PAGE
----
Parental rights in the case of rape

Parents in Texas and other states often have a difficult time reaching custody agreements when they are not in a relationship or are going through a divorce, but some women face a veritable nightmare when choosing to have a baby after being raped. In certain instances, the father of a baby wants rights or threatens to seek rights in exchange for something else. For example, a North Carolina woman said she was told by her rapist that he would give her permission to place the baby up for adoption if she did not testify against him at his trial.

About one-third of rape victims get pregnant and decide to go through with a pregnancy. The parental rights of rapists can be terminated in 35 states, including Texas, but a conviction is needed in most of them before this occurs. This can be a problem, as only about 5 percent of rape cases result in convictions while less than one-fifth of rapes get reported.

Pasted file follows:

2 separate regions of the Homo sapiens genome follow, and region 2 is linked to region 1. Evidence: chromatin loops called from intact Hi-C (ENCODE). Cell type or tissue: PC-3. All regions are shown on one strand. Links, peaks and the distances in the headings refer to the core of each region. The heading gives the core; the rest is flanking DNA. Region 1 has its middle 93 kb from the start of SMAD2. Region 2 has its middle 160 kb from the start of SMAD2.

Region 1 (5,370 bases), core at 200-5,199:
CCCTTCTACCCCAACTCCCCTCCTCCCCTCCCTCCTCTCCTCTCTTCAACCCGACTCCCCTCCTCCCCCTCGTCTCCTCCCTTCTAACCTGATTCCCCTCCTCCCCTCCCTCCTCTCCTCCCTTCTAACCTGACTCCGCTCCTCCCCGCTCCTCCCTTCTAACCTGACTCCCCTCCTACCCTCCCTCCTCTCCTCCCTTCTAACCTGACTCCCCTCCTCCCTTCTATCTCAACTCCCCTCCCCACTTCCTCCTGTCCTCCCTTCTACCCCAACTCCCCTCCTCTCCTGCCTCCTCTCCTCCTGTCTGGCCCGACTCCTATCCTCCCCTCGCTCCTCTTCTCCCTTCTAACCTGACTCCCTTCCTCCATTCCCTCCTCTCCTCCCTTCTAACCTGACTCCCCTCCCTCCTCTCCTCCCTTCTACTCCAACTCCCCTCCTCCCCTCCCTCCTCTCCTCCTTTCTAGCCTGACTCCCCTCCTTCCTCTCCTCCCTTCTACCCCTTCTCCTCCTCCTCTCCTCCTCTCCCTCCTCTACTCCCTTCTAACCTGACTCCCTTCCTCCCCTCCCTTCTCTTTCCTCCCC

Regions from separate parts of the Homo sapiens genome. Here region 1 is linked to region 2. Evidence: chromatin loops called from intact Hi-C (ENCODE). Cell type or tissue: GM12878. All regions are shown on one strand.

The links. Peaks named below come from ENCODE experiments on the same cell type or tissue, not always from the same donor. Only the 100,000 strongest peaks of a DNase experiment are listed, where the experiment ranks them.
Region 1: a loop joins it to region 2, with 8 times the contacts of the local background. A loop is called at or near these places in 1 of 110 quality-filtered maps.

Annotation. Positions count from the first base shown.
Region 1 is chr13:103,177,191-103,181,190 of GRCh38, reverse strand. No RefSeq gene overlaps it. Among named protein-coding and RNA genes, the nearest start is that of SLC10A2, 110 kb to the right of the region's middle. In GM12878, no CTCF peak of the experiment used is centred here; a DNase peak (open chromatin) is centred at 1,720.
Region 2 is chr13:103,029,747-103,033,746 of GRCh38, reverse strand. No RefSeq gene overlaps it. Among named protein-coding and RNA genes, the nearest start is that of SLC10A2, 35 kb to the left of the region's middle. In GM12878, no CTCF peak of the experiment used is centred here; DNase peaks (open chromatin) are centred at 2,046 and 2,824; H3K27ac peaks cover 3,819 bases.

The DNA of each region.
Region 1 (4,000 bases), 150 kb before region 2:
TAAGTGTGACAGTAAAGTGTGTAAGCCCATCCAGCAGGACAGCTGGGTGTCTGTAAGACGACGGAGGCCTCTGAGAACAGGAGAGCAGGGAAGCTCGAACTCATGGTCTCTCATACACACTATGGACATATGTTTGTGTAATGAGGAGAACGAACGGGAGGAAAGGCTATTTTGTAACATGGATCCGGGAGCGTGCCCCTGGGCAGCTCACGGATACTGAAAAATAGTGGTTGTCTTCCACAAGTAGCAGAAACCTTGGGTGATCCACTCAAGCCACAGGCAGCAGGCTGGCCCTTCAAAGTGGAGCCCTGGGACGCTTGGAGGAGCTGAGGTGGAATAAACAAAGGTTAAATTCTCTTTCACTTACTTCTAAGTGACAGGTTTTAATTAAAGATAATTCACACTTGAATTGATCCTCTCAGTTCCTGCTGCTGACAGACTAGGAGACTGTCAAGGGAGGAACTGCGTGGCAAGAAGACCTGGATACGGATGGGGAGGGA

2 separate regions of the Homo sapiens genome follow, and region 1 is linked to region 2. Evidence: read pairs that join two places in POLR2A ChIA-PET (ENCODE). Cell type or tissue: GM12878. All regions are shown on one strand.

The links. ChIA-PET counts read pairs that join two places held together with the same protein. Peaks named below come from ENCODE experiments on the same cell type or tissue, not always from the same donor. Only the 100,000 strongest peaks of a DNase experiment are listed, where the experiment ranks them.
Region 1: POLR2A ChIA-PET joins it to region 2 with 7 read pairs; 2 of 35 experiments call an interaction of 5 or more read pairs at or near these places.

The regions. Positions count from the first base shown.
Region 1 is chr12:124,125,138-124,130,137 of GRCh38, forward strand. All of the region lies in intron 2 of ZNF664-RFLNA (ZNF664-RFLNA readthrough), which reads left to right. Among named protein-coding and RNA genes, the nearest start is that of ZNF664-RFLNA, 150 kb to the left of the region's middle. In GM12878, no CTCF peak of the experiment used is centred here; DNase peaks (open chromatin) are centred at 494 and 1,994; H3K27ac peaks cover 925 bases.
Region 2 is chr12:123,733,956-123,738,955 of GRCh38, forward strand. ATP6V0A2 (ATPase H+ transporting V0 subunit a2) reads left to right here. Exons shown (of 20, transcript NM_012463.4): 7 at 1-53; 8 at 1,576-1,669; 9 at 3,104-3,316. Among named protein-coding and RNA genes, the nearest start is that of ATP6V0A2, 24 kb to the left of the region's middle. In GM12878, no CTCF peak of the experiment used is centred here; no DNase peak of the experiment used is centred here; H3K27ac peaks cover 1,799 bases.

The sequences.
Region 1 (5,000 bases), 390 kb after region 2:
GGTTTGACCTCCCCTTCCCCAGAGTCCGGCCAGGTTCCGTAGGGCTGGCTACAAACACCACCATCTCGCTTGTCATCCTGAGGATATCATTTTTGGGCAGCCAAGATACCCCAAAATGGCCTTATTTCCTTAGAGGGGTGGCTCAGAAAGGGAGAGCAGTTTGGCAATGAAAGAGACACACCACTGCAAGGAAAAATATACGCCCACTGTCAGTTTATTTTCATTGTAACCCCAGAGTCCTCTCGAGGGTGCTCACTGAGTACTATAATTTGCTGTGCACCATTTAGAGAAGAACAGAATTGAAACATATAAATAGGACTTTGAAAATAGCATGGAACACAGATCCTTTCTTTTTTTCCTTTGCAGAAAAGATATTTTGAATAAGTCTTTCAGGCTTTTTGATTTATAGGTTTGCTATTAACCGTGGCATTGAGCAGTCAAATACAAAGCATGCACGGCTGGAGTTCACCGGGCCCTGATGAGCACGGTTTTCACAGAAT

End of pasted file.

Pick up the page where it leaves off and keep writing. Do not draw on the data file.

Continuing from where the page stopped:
There is some good news as the federal Rape Survivor Child Custody Act that was passed in May 2015 allocates money to states where laws exist that deny parental rights to rapists if the mother can show that she has been raped. This will often be by demonstrating “clear and convincing evidence in a family court, which is a lower standard of proof than that required in a criminal trial.

In child custody cases where rape or violence against a mother or child occurred and no criminal conviction has been obtained, an attorney may be able to help a mother prevent a perpetrator from getting legal or physical custody. This can in some instances be accomplished by demonstrating to the court that granting those parental rights would not be in the best interests of the child.